What is the last book that kept you up too late at night? The Splendid and the Vile had me up too late last week trying to finish it. Although it is a non-fiction history book, it read like a thriller and I wanted to know how it ended.
The Splendid and the Vile is the story of the London Blitz, the Churchill family, and London’s defiance of Nazi Germany. The book delves into not only the politics of the times and the brutality of the war, but it also delves into the personal lives of Churchill’s family and friends. It was an interesting entire picture of the one pivotal year in history.
Erik Larson is a fantastic non-fiction author. I have previously read and enjoyed The Devil in the White City and Thunderstruck. I like how his books are immensely readable. They read like fiction but are non-fiction. I learned so many interesting things in this book. But by also writing about the personal lives of Churchill, family, and friends, I found myself laughing at times, and struck with horror at other times. I felt for them and their trials and tribulations. The chapters were short which I prefer and also included German perspectives at the time.
I didn’t realize the Germans defeated the French line and invaded France almost immediately after Churchill became the prime minister. The book had you feeling dread as you realized that the Germans were making their way through France at a much faster rate than anyone had anticipated. How would they get their soldiers back to England? How will they save themselves from invasion? How would they arm themselves and make aircraft to stave off the impending invasion? I loved how Churchill found the best person for the job in one of his friends to get aircraft manufactured . . . and hidden around the country.
One thing I realized over and over again when I read this book was how Churchill was the perfect leader for his time. He was able to gather the best people around him to get the work done and he was able to keep the hope up in the people of England that they could be victorious. He traveled to bombed out areas and met personally with those impacted. He had empathy and felt their pain. He also worked slowly, but surely on Franklin Roosevelt to get him vested in England’s cause as he realized they couldn’t win in the long run without help from the United States. He definitely had eccentric behavior that was humorous, but he was a great leader during very trying times. I wish we could have such a leader.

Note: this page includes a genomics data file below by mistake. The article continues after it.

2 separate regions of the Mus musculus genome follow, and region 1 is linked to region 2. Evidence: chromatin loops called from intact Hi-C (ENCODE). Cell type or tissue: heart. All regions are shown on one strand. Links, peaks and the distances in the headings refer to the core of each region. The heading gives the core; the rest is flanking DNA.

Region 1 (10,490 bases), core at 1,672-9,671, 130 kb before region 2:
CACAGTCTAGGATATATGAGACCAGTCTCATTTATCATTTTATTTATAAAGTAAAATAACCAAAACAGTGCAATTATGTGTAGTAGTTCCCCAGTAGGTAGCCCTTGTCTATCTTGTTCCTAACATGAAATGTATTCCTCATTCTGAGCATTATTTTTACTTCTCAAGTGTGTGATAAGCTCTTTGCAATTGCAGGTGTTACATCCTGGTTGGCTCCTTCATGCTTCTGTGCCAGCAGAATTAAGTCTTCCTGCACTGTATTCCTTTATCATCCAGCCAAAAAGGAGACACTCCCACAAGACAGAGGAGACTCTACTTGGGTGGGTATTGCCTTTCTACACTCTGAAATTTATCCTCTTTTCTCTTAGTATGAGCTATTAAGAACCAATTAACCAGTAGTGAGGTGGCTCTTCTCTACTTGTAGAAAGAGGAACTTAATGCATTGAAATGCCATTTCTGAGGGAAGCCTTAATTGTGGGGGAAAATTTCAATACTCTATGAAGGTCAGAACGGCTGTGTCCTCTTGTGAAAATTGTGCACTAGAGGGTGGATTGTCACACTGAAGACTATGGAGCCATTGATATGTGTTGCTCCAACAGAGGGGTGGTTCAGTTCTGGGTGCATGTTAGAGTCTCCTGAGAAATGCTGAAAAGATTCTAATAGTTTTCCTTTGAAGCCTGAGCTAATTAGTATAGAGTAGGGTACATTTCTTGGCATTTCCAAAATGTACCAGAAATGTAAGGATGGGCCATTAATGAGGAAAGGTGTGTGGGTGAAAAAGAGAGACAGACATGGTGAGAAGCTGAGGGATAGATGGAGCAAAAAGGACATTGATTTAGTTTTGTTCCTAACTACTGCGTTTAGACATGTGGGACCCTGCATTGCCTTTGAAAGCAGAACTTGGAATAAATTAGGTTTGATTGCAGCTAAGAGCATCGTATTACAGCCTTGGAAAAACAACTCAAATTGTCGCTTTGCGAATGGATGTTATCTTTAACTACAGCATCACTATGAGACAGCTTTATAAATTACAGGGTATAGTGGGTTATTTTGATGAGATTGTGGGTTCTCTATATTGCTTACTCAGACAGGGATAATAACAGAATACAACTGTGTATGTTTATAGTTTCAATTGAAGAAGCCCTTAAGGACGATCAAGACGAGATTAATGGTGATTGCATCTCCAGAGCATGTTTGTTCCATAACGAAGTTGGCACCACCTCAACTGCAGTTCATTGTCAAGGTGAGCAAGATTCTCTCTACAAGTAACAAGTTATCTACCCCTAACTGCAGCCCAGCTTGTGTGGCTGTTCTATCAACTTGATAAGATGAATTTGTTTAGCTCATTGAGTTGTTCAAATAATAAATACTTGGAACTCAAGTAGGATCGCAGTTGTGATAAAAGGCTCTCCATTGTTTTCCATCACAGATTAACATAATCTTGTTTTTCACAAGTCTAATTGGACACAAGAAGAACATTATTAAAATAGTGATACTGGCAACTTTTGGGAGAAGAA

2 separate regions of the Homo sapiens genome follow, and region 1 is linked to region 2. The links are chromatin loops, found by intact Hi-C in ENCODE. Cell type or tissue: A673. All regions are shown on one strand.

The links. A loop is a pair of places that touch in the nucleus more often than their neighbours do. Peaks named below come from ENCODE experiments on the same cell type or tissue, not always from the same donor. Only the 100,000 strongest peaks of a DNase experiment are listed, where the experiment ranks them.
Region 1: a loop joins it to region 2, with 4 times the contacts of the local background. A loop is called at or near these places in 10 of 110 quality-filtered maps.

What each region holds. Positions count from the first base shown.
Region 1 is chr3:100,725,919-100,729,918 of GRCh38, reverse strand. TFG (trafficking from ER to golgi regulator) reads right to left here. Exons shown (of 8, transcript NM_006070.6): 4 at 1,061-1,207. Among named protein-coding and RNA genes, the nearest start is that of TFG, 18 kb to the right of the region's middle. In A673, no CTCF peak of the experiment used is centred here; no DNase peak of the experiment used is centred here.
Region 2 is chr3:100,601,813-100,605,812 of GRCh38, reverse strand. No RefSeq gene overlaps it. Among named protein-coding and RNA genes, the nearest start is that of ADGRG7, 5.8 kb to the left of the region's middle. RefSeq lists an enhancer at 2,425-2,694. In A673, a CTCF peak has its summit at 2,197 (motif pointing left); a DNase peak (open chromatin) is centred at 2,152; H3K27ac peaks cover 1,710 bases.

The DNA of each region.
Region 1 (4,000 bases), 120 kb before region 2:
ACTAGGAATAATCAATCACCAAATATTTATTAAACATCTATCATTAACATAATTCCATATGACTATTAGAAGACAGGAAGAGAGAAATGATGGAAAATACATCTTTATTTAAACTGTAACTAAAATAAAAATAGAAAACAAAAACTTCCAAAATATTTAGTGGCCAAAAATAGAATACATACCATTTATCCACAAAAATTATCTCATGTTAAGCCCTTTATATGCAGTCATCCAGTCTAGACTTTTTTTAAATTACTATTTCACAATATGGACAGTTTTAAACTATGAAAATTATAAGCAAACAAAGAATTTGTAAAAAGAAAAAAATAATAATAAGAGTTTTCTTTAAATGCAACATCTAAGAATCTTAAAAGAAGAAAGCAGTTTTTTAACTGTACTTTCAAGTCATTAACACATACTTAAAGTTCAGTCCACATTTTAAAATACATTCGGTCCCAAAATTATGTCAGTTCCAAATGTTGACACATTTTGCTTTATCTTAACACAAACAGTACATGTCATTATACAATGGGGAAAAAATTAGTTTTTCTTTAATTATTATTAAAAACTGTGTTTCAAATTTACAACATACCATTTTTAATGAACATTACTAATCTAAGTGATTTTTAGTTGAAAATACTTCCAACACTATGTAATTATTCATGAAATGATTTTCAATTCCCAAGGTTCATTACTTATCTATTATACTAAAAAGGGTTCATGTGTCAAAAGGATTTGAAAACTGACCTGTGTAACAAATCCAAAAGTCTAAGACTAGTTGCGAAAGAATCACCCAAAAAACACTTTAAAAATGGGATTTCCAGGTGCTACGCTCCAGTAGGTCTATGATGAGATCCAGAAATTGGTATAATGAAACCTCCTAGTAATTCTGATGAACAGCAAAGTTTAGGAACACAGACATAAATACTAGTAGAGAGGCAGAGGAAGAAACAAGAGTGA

Churchill’s wife Clementine was the perfect partner who helped him to host events and wasn’t afraid to tell him how she felt about things. She also made a personal tour of bomb shelters and noted what they needed for updates, with specific care for sanitation. As an environmental engineer, I thought this section was fascinating, but I also loved as a wife, that the had such a great partnership that Clementine could do these things on her own, report back to Winston, and he could get improvements through.
There were certain episodes in the book that I just can’t get out of my mind. Like a singer that was running late and got to his night club right on time to be bombed and killed. Or the love affairs that sprang up between assorted people living through harrowing times.
I somehow had no idea that Rudolph Hess flew from Germany and crash landed in Scotland to try to make a peace treaty. I had heard of him but had no idea about this episode and what ultimately happened to him. This would make a great story on its own or even better, an alternative fictional story where he succeeds.
“No one had any doubt that the bombers would come.”
“Whatever Winston’s shortcomings, he seems to be the man for the occasion. His spirit is indomitable and even if France and England should be lost, I feel like he would carry on the crusade himself with a band of privateers.”
“Here, as in other speeches, Churchill demonstrated a striking trait: his knack for making people feel loftier, stronger, and above all, more courageous.”
“Never in the field of human conflict has so much been owed by so many to so few.”
“Afterward, as Churchill, Clementine, and the others emerged on the steps of the university, a large crowd surged forward, cheering. And at that instant, in a singular moment of meteorological synchronicity, the sun broke through the clouds.”
Overall, The Splendid and the Vile is non-fiction at it’s finest and most thrilling. It’s a story of humanity also at it’s greatest with strong leadership and a people willing to face long odds to keep their country free. I loved it.
Book Source: Purchased from Amazon.com